It is heart warming when my former patients pop in to our clinic on their own clinic days or whilst hospitalised just “to say hello” or to catch up or to let us know how they are doing, and when they send graduation photographs or a wedding invitation. It has been historic and enlightening to see how with time we have realised that our entire rainbow nation is affected by the condition, which in earlier years was thought to only affect caucasians. It has been a challenge to teach our students and junior staff that all who cough and struggle to gain weight do NOT necessarily have tuberculosis or HIV, but to think wider and to include CF as a consideration in the diagnostic work up. My admiration for all of you is immeasurable. You are all brave and heroic warriors, facing each new day with courage and determination.
It has been my pleasure and privilege to work with, and learn from each one of you, and I have learned huge lessons on how to confront life’s challenges and adversities and how to succeed at it. THANK YOU to each one of you for what you have given me and for the life -lessons that you have taught me. EACH one of you has taught me something valuable.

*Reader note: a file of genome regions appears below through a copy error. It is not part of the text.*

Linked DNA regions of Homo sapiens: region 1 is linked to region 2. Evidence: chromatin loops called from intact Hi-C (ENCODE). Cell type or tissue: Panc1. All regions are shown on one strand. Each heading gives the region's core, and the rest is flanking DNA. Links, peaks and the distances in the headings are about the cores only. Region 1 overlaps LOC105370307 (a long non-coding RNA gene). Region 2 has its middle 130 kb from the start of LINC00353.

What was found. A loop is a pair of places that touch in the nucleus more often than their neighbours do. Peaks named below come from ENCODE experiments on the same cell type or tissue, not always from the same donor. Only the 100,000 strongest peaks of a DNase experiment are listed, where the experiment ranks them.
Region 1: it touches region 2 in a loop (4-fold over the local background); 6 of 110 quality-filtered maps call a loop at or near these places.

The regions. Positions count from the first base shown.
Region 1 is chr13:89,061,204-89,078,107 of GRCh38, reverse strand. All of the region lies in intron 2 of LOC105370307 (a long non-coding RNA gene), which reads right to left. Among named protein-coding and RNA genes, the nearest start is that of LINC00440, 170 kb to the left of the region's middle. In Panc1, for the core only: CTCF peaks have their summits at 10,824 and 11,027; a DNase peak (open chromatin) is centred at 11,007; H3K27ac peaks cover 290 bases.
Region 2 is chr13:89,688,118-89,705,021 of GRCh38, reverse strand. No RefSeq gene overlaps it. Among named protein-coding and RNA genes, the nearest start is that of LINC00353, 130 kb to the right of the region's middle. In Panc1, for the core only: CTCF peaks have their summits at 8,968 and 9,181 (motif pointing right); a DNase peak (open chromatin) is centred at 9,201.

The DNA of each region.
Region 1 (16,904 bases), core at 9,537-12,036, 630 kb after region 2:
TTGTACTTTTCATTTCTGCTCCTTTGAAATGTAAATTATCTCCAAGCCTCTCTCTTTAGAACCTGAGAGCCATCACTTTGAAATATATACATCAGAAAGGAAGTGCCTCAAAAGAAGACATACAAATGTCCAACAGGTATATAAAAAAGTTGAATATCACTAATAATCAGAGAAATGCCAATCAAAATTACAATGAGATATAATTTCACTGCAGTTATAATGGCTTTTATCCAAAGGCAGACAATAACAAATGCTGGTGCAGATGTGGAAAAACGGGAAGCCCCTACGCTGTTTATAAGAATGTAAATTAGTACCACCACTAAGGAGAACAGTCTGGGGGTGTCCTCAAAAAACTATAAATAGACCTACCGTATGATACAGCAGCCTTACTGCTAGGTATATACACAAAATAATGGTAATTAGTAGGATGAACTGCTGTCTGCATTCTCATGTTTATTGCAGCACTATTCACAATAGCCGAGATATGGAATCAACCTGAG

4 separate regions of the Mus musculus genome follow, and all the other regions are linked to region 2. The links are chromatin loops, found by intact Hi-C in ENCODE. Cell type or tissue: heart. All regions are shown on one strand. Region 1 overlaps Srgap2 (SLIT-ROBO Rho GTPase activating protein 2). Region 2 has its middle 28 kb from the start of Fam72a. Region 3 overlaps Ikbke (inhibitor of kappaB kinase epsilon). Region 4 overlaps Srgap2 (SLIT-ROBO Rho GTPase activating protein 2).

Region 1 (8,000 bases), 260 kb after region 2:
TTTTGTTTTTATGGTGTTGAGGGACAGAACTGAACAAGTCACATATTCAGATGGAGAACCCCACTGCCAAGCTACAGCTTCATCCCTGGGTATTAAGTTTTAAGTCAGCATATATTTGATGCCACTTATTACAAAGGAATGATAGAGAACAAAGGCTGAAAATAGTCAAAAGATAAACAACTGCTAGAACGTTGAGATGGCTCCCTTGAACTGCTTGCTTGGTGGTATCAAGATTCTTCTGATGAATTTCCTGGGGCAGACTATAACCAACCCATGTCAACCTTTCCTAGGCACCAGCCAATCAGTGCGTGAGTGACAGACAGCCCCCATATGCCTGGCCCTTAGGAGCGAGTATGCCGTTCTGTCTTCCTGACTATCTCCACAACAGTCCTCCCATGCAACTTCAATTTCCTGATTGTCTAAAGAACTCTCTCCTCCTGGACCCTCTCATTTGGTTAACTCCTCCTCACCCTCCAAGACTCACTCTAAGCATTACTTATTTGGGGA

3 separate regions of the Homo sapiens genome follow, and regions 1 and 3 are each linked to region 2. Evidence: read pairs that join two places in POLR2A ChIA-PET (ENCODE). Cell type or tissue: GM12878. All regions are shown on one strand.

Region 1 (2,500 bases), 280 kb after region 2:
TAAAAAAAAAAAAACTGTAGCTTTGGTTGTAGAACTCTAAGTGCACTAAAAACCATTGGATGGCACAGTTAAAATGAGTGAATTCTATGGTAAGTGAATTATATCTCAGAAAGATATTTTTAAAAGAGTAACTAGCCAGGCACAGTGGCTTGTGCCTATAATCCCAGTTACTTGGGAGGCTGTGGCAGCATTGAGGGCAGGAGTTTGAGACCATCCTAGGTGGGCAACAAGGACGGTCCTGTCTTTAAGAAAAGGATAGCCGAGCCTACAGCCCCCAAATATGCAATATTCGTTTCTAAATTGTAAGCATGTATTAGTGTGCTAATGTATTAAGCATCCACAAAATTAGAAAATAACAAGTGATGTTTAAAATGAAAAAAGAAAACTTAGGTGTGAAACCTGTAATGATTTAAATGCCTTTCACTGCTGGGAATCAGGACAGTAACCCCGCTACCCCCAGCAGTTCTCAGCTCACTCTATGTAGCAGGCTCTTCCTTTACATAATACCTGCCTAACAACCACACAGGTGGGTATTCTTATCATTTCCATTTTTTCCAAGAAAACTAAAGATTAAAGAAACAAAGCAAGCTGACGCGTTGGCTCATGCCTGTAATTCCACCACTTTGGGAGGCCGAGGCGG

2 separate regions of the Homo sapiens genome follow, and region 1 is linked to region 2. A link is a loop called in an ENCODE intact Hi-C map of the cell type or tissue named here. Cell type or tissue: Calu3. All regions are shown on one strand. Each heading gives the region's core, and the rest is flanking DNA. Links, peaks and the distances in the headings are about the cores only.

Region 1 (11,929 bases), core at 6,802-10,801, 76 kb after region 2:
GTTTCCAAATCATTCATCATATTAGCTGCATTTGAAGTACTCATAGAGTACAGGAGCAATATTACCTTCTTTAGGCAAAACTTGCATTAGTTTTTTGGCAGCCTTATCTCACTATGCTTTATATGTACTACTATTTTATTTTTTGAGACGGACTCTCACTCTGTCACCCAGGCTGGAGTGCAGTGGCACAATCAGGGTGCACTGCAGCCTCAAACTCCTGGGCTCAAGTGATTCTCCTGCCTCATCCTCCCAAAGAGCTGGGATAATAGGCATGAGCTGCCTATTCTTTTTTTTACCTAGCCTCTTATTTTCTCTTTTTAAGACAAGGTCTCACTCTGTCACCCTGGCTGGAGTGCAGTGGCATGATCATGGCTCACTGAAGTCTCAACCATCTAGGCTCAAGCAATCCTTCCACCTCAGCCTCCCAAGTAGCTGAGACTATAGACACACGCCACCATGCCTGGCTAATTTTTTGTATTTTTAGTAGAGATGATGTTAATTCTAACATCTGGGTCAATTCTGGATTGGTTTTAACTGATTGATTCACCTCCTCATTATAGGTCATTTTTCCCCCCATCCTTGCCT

And to those reading the magazine with whom we have not succeeded in “winning the war” I salute each of you for your bravery and the the “battle “that you all fought so courageously. I think of all of you and your precious families so often. I will never forget you and your children and your presence is ingrained in mine for eternity.
Wishing you all luck and the best of health for the future.
I will miss each one of you.
To those I worked with
My thanks also goes to PROF WHITE,DR WEIL and DR HYSLOP, with whom I have worked as a close family for the last 15 years and welcome to DR RIAZ KHAN who has recently joined our team. Wishing you many happy years in our wonderful clinic. I hope that you feel as excited by the clinic as i was when I first joined the team.
And of course to DRs EVERLENE KEGODO and SAM OTIDO, our visiting pulmonology fellows from UGANDA. Hopefully you can take what you have learned back home with you where you will both open successful CF clinics and be able to help many many people; some who at present are undiagnosed and not yet recognised as having the condition.
How can I not mention KHUMO and her amazing team of physiotherapists, who can rescue the tiniest piece of stubborn thick mucus from the furthest and deepest parts of the lung, and who have relieved and saved many “drowning” children by mobilising their secretions.
And KUDOs to our dedicated team of nursing staff, headed by SISTER EMILY RAKOSA who so readily and lovingly give of themselves so fully, lovingly and willingly to each of our patients.
LASTLY thank you to Mr Alan Dunn and SACFA for your support over the years.
I leave with a real sense of fulfilment and satisfaction at what our multi-disciplinary team have achieved over the years.
From the four hours a week clinic to what it is now, a 24/7 facility, 365 days of the year. In my humble opinion, a service of excellence (and the most well run and loving clinic in the hospital)
I leave all of you with all my blessings.
Dr Sue Klugman